In 2006, the Government of West Bengal agreed to let Tata Motors Ltd. (Tata Motors) construct and operate a car manufacturing unit in their state (Small Car Project). Accordingly, the West Bengal Industrial Development Corporation, Ltd. (WBIDC) acquired approximately 1000 acres of agricultural land for the project pursuant to the Land Acquisition Act, 1894 (L.A. Act), affecting the livelihoods of approximately 25,000 people – farmers, sharecroppers, landless laborers, and rickshaw pullers. The claimants in this case were five farmers and small landowners. Objections were filed with the Land Acquisition Collector, who concluded subsequently that the land was being taken for a public purpose, namely employment creation and socio-economic development. The Collector then made an award of compensation to the existing landowners and the land was acquired by WBIDC. The acquisition proceedings were challenged before the High Court of Calcutta and were dismissed.
As a result of numerous local protests, the Small Car Project was halted and relocated to the State of Gujarat in 2008. The new Government of West Bengal then enacted the Singur Land Rehabilitation and Development Act, 2011 (Singur Act) for the purpose of taking over the land covered by the lease to Tata Motors. Tata Motors challenged the constitutionality of the Singur Act before the Supreme Court of India (Court), arguing that it conflicts with the earlier L.A. Act and that the government cannot change its mind simply because a new political party takes power.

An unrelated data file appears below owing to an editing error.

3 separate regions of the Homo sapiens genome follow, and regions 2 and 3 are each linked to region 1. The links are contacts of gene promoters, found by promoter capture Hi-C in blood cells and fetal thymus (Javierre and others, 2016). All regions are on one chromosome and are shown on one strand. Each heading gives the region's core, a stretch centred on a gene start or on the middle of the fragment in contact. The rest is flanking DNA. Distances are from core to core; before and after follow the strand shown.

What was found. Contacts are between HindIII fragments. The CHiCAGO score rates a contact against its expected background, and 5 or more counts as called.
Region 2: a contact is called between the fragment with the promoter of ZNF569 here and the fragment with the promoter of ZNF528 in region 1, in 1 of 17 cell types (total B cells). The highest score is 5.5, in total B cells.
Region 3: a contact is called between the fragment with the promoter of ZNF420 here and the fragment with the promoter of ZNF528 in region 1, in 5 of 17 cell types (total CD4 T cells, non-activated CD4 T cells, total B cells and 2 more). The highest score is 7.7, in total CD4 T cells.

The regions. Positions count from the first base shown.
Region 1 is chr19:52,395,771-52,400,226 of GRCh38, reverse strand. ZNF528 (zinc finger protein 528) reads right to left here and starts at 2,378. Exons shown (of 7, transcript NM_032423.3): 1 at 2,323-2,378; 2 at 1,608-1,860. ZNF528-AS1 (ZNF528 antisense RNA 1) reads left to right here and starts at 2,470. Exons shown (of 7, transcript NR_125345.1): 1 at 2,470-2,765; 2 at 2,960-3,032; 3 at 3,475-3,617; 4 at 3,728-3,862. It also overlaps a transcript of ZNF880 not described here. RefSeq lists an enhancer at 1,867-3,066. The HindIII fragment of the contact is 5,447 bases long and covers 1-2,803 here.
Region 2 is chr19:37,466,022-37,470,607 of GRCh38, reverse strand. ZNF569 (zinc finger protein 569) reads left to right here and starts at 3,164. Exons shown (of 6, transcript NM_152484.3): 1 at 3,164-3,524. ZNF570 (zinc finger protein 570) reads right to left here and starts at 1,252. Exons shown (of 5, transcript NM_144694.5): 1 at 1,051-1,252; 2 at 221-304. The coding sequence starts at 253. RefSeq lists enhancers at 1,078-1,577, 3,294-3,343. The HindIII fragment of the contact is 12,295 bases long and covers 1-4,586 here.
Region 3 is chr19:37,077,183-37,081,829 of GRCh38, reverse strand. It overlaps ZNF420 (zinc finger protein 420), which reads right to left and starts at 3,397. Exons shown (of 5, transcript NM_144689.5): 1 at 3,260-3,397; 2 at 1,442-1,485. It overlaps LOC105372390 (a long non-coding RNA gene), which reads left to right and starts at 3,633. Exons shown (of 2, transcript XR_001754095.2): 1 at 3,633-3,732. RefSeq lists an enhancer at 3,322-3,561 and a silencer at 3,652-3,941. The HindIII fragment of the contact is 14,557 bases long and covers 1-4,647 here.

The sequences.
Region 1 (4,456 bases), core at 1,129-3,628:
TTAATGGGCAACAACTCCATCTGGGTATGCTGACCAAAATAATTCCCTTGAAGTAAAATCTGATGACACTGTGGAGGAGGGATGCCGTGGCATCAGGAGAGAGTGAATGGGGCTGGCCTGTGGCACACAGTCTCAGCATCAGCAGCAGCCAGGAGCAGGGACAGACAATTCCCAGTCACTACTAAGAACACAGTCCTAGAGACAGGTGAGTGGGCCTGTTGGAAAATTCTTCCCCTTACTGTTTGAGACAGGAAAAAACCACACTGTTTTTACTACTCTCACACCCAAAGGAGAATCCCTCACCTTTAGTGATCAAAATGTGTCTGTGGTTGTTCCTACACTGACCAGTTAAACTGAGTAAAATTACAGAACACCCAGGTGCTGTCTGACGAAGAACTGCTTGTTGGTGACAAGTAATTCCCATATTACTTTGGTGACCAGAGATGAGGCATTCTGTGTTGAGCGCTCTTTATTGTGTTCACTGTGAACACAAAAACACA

In considering the validity of the land acquisition, the Court rejected the arguments of Tata Motors. In relation to the preliminary objection regarding a change in political power, the Court noted that it is well established that a state government can change earlier laws especially if they were against public policy.
The Court determined that the land acquired by WBIDC for Tata Motors was not for a public purpose under the L.A. Act, but rather by the state government for a company. In this context, the previous government exercised its eminent domain power (i.e. the right of a government or its agent to expropriate private property for public use, with payment of compensation) without following the required procedure set forth in the L.A. Act (namely Sections 3(f), 4, and 6, and VII), depriving those who lost their land of their constitutional and fundamental rights. Further, the Court found that the inquiry contemplated under 5-A2 of the L.A. Act was not duly conducted by the Collector as some of the objectors had not been given a chance to be heard and the Collector denied their objections without genuine consideration.
The Court quashed the acquisition of the landowners’ land, declaring it illegal and void. The Court ordered the Government of West Bengal to conduct a survey to determine what land needed to be returned, and then to return it. The Court further ordered that the compensation which had already been paid to the landowners not be recovered by the state government, as reparation for having been deprived of the occupation and enjoyment of their lands for ten years; and permitting the landowners who had not already withdrawn their compensation to do so.